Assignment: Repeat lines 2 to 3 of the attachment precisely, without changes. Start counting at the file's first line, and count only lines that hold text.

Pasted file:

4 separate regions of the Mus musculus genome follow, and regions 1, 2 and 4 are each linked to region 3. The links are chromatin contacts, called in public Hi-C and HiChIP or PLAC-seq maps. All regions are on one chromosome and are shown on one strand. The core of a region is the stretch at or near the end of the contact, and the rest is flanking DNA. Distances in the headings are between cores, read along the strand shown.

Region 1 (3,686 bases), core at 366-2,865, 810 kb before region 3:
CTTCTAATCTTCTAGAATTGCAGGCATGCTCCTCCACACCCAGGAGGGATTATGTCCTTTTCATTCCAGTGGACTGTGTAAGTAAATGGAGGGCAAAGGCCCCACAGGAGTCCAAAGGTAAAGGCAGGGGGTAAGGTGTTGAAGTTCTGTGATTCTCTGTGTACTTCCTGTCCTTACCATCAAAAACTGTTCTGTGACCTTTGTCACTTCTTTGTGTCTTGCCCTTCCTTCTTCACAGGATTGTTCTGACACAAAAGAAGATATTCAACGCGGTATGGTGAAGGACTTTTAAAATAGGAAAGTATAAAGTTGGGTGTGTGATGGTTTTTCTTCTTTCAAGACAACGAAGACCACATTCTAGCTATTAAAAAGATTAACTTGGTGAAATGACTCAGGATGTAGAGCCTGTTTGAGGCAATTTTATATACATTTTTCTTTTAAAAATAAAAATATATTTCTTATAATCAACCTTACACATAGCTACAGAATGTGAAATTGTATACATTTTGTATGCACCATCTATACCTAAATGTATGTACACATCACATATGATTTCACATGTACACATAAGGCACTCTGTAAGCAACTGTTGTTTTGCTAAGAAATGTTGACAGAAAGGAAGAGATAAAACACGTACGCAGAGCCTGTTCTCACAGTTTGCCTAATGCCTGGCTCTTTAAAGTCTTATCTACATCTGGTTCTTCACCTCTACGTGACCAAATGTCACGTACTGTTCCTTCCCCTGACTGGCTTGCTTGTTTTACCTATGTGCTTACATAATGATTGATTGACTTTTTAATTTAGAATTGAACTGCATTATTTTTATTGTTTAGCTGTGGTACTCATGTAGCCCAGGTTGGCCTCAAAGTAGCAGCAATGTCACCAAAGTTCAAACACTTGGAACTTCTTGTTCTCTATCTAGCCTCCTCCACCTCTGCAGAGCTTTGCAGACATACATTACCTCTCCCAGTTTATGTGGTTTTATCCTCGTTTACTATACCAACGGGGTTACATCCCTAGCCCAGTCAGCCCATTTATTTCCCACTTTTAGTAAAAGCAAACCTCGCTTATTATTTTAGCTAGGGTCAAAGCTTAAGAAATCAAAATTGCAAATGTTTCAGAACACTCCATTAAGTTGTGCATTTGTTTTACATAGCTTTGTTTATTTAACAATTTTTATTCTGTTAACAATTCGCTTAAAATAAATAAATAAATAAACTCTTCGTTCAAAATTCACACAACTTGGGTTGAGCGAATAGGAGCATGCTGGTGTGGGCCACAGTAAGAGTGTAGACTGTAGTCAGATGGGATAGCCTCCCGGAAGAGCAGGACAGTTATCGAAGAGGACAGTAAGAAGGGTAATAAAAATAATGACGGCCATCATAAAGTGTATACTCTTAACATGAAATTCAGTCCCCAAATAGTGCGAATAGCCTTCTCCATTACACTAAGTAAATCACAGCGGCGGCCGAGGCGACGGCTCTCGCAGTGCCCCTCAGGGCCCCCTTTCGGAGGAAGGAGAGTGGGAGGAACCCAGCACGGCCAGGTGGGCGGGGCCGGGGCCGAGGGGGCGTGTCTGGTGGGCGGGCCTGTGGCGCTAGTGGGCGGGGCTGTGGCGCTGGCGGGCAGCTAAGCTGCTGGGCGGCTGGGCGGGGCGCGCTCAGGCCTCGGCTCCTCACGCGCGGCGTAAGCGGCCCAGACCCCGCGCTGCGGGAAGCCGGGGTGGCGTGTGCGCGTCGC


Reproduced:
Region 1 (3,686 bases), core at 366-2,865, 810 kb before region 3:
CTTCTAATCTTCTAGAATTGCAGGCATGCTCCTCCACACCCAGGAGGGATTATGTCCTTTTCATTCCAGTGGACTGTGTAAGTAAATGGAGGGCAAAGGCCCCACAGGAGTCCAAAGGTAAAGGCAGGGGGTAAGGTGTTGAAGTTCTGTGATTCTCTGTGTACTTCCTGTCCTTACCATCAAAAACTGTTCTGTGACCTTTGTCACTTCTTTGTGTCTTGCCCTTCCTTCTTCACAGGATTGTTCTGACACAAAAGAAGATATTCAACGCGGTATGGTGAAGGACTTTTAAAATAGGAAAGTATAAAGTTGGGTGTGTGATGGTTTTTCTTCTTTCAAGACAACGAAGACCACATTCTAGCTATTAAAAAGATTAACTTGGTGAAATGACTCAGGATGTAGAGCCTGTTTGAGGCAATTTTATATACATTTTTCTTTTAAAAATAAAAATATATTTCTTATAATCAACCTTACACATAGCTACAGAATGTGAAATTGTATACATTTTGTATGCACCATCTATACCTAAATGTATGTACACATCACATATGATTTCACATGTACACATAAGGCACTCTGTAAGCAACTGTTGTTTTGCTAAGAAATGTTGACAGAAAGGAAGAGATAAAACACGTACGCAGAGCCTGTTCTCACAGTTTGCCTAATGCCTGGCTCTTTAAAGTCTTATCTACATCTGGTTCTTCACCTCTACGTGACCAAATGTCACGTACTGTTCCTTCCCCTGACTGGCTTGCTTGTTTTACCTATGTGCTTACATAATGATTGATTGACTTTTTAATTTAGAATTGAACTGCATTATTTTTATTGTTTAGCTGTGGTACTCATGTAGCCCAGGTTGGCCTCAAAGTAGCAGCAATGTCACCAAAGTTCAAACACTTGGAACTTCTTGTTCTCTATCTAGCCTCCTCCACCTCTGCAGAGCTTTGCAGACATACATTACCTCTCCCAGTTTATGTGGTTTTATCCTCGTTTACTATACCAACGGGGTTACATCCCTAGCCCAGTCAGCCCATTTATTTCCCACTTTTAGTAAAAGCAAACCTCGCTTATTATTTTAGCTAGGGTCAAAGCTTAAGAAATCAAAATTGCAAATGTTTCAGAACACTCCATTAAGTTGTGCATTTGTTTTACATAGCTTTGTTTATTTAACAATTTTTATTCTGTTAACAATTCGCTTAAAATAAATAAATAAATAAACTCTTCGTTCAAAATTCACACAACTTGGGTTGAGCGAATAGGAGCATGCTGGTGTGGGCCACAGTAAGAGTGTAGACTGTAGTCAGATGGGATAGCCTCCCGGAAGAGCAGGACAGTTATCGAAGAGGACAGTAAGAAGGGTAATAAAAATAATGACGGCCATCATAAAGTGTATACTCTTAACATGAAATTCAGTCCCCAAATAGTGCGAATAGCCTTCTCCATTACACTAAGTAAATCACAGCGGCGGCCGAGGCGACGGCTCTCGCAGTGCCCCTCAGGGCCCCCTTTCGGAGGAAGGAGAGTGGGAGGAACCCAGCACGGCCAGGTGGGCGGGGCCGGGGCCGAGGGGGCGTGTCTGGTGGGCGGGCCTGTGGCGCTAGTGGGCGGGGCTGTGGCGCTGGCGGGCAGCTAAGCTGCTGGGCGGCTGGGCGGGGCGCGCTCAGGCCTCGGCTCCTCACGCGCGGCGTAAGCGGCCCAGACCCCGCGCTGCGGGAAGCCGGGGTGGCGTGTGCGCGTCGC